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Over the past 65 years, listeners have been transported to the fictional village of Ambridge – home to BBC Radio 4’s The Archers – more than 18,000 times. The saga of Rob and Helen Titchener, which recently culminated in Helen’s acquittal for attempted murder and wounding with attempt, following the stabbing of her abusive husband earlier this year, has had its 6 million strong following gripped for more than two years. A testament to the enduring power of radio in the digital age, the storyline has raised more than £160,000 for Refuge (“because for every fictional Helen, there are real ones,” says the JustGiving campaign‘s founder, listener Paul Trueman). Meanwhile, the National Domestic Abuse Helpline has experienced a 20% increase in call volume, “which we think is in part down to the ‘Archers effect’,” Polly Neate, chief executive of Women’s Aid, confirms.
In the wake of the trial that got the whole country talking, we talk to lead writer Tim Stimpson to find out what goes on behind the scenes, discover how he delves into the mind of an abuser and discuss his thoughts on those allegations of sensationalism…
You’re the youngest ever Archers scriptwriter – was it daunting to join such an institution?
I think if I was joining now I’d be a lot more daunted. I was only 23 at the time and straight out of university. The naivety of youth can easily be mistaken for confidence but I was so excited about working for the BBC I don’t think I really the considered the responsibility I was taking upon my shoulders.
How long have you been working on the series for now?
I’ve been working on the series for 14 years now, but although I’m not the newest scriptwriter anymore I can still claim to be the youngest. It’s going to be hard to take when I finally lose that title!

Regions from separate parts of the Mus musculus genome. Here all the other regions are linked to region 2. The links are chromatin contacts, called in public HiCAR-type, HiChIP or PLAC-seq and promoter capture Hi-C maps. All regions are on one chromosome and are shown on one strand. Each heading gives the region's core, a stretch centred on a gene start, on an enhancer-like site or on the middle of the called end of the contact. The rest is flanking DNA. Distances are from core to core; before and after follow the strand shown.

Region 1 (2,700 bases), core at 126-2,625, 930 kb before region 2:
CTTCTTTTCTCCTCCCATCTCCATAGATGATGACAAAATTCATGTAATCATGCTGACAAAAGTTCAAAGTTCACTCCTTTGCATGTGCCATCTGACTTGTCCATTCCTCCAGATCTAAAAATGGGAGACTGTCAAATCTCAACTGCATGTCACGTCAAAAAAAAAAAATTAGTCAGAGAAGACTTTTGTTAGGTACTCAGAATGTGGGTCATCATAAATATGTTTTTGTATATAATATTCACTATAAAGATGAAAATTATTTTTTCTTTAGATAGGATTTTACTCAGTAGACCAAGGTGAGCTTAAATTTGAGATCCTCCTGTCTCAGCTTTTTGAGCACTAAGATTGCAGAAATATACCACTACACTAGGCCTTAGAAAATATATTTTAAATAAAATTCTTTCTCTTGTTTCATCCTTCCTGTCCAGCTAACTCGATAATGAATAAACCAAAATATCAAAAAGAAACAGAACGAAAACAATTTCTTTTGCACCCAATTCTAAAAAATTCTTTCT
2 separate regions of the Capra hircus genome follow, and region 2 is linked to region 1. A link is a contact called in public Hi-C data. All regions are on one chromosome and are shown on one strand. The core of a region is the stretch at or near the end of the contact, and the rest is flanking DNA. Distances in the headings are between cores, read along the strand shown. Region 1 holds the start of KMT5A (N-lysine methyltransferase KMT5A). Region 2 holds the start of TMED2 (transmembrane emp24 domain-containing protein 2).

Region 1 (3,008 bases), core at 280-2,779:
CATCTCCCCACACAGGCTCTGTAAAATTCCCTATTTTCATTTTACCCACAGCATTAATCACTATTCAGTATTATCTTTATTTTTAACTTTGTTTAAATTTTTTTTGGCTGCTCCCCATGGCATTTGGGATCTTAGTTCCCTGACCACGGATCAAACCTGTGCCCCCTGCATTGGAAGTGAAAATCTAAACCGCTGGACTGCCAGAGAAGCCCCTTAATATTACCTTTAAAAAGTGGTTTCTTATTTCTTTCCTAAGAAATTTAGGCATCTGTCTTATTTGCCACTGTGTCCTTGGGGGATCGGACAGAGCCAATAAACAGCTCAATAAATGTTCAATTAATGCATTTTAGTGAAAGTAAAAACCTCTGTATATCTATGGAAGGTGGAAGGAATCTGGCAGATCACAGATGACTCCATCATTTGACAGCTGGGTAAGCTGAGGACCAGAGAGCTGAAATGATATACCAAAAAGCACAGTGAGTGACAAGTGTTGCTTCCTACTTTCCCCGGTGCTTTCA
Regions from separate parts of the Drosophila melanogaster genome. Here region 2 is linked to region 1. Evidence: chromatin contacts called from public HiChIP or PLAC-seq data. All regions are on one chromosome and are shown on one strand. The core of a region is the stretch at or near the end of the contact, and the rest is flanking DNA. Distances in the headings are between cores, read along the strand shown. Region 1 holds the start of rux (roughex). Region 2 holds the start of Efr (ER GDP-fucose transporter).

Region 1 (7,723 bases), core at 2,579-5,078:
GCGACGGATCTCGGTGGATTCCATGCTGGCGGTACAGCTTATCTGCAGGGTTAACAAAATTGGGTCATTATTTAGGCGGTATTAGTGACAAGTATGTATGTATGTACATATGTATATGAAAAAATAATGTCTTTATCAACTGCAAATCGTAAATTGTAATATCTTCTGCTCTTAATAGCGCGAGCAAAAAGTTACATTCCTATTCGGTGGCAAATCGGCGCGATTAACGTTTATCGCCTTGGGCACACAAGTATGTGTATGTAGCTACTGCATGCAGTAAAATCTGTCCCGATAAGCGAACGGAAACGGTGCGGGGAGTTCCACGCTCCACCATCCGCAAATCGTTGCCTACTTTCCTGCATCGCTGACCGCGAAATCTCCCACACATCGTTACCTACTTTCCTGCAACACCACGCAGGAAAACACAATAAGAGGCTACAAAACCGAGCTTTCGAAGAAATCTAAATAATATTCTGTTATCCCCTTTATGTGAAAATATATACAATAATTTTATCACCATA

Do you think you could ever be tempted to leave Birmingham and The Archers?
The Archers is a very hard show to leave. Some of us have been working on it for over thirty years! One of its great strengths is its long memory, but that makes it tempting to devise storylines that stretch over decades. You end up feeling a real ownership of it. Likewise it would be very hard to leave Birmingham. Despite the hopelessly out of date reputation the city still has, Birmingham is a fantastic place to live and work. London is always going to exert a pull, but it’s only 90 minutes away on the train and the quality of life here is so much better.
How is writing for radio different from writing for TV or theatre?
I genuinely believe that radio is the hardest discipline, precisely because all the focus is on the words. There really is no place to hide. The upside is that you can do anything and go anywhere for barely any money. We’re very lucky in this country to have such a high output of radio drama and I’d encourage any aspiring writer to give it a go. If you can crack the good old wireless you can do anything.
What do you think makes a great radio actor?
A distinctive tone of voice is a great start! Not overplaying is important too, as is being able to sound spontaneous. Normally a radio actor will perform the script straight off the page and it’s very easy to sound as if you’re reading. You also need to be able to turn the pages without make a noise!
Was the stabbing planned from the time Rob joined the series?